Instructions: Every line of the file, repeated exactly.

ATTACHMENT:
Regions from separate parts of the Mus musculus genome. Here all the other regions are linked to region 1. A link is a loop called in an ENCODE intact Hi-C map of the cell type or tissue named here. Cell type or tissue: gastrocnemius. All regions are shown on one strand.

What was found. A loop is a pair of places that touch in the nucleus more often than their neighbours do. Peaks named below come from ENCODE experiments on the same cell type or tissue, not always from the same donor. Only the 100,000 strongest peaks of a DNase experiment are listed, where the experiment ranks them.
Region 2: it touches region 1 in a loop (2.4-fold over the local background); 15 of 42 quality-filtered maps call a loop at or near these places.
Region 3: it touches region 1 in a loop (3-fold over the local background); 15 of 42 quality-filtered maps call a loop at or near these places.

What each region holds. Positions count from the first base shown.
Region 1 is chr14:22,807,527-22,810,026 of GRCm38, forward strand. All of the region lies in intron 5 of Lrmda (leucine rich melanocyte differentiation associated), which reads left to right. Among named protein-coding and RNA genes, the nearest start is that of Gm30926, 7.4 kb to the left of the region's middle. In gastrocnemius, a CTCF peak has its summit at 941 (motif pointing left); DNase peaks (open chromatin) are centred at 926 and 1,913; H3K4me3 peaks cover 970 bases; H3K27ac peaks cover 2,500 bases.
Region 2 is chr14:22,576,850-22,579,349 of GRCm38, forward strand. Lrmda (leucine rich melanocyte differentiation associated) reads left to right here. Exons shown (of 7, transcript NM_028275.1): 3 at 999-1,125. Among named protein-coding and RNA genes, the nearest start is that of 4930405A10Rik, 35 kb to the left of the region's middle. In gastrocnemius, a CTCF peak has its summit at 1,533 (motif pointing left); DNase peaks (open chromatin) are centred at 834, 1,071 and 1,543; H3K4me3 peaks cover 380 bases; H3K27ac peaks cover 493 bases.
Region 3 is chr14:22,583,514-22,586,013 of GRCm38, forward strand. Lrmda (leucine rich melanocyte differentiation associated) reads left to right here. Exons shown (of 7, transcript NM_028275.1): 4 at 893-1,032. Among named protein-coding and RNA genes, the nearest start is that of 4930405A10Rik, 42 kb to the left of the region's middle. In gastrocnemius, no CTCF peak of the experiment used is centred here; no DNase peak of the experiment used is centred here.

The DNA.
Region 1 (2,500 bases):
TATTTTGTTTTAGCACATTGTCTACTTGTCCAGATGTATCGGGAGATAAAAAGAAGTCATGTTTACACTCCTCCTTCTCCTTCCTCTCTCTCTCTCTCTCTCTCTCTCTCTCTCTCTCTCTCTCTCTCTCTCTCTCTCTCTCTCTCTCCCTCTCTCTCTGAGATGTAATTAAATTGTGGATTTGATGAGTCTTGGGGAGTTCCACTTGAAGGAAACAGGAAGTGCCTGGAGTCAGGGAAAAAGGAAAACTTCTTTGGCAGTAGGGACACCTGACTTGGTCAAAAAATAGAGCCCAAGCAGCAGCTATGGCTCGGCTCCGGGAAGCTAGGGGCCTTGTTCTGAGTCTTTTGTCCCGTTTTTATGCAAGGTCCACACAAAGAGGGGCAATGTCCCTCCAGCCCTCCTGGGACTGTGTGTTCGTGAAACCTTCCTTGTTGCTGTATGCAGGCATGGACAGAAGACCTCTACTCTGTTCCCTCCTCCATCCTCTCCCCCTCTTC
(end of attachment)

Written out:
Regions from separate parts of the Mus musculus genome. Here all the other regions are linked to region 1. A link is a loop called in an ENCODE intact Hi-C map of the cell type or tissue named here. Cell type or tissue: gastrocnemius. All regions are shown on one strand.

What was found. A loop is a pair of places that touch in the nucleus more often than their neighbours do. Peaks named below come from ENCODE experiments on the same cell type or tissue, not always from the same donor. Only the 100,000 strongest peaks of a DNase experiment are listed, where the experiment ranks them.
Region 2: it touches region 1 in a loop (2.4-fold over the local background); 15 of 42 quality-filtered maps call a loop at or near these places.
Region 3: it touches region 1 in a loop (3-fold over the local background); 15 of 42 quality-filtered maps call a loop at or near these places.

What each region holds. Positions count from the first base shown.
Region 1 is chr14:22,807,527-22,810,026 of GRCm38, forward strand. All of the region lies in intron 5 of Lrmda (leucine rich melanocyte differentiation associated), which reads left to right. Among named protein-coding and RNA genes, the nearest start is that of Gm30926, 7.4 kb to the left of the region's middle. In gastrocnemius, a CTCF peak has its summit at 941 (motif pointing left); DNase peaks (open chromatin) are centred at 926 and 1,913; H3K4me3 peaks cover 970 bases; H3K27ac peaks cover 2,500 bases.
Region 2 is chr14:22,576,850-22,579,349 of GRCm38, forward strand. Lrmda (leucine rich melanocyte differentiation associated) reads left to right here. Exons shown (of 7, transcript NM_028275.1): 3 at 999-1,125. Among named protein-coding and RNA genes, the nearest start is that of 4930405A10Rik, 35 kb to the left of the region's middle. In gastrocnemius, a CTCF peak has its summit at 1,533 (motif pointing left); DNase peaks (open chromatin) are centred at 834, 1,071 and 1,543; H3K4me3 peaks cover 380 bases; H3K27ac peaks cover 493 bases.
Region 3 is chr14:22,583,514-22,586,013 of GRCm38, forward strand. Lrmda (leucine rich melanocyte differentiation associated) reads left to right here. Exons shown (of 7, transcript NM_028275.1): 4 at 893-1,032. Among named protein-coding and RNA genes, the nearest start is that of 4930405A10Rik, 42 kb to the left of the region's middle. In gastrocnemius, no CTCF peak of the experiment used is centred here; no DNase peak of the experiment used is centred here.

The DNA.
Region 1 (2,500 bases):
TATTTTGTTTTAGCACATTGTCTACTTGTCCAGATGTATCGGGAGATAAAAAGAAGTCATGTTTACACTCCTCCTTCTCCTTCCTCTCTCTCTCTCTCTCTCTCTCTCTCTCTCTCTCTCTCTCTCTCTCTCTCTCTCTCTCTCTCTCCCTCTCTCTCTGAGATGTAATTAAATTGTGGATTTGATGAGTCTTGGGGAGTTCCACTTGAAGGAAACAGGAAGTGCCTGGAGTCAGGGAAAAAGGAAAACTTCTTTGGCAGTAGGGACACCTGACTTGGTCAAAAAATAGAGCCCAAGCAGCAGCTATGGCTCGGCTCCGGGAAGCTAGGGGCCTTGTTCTGAGTCTTTTGTCCCGTTTTTATGCAAGGTCCACACAAAGAGGGGCAATGTCCCTCCAGCCCTCCTGGGACTGTGTGTTCGTGAAACCTTCCTTGTTGCTGTATGCAGGCATGGACAGAAGACCTCTACTCTGTTCCCTCCTCCATCCTCTCCCCCTCTTC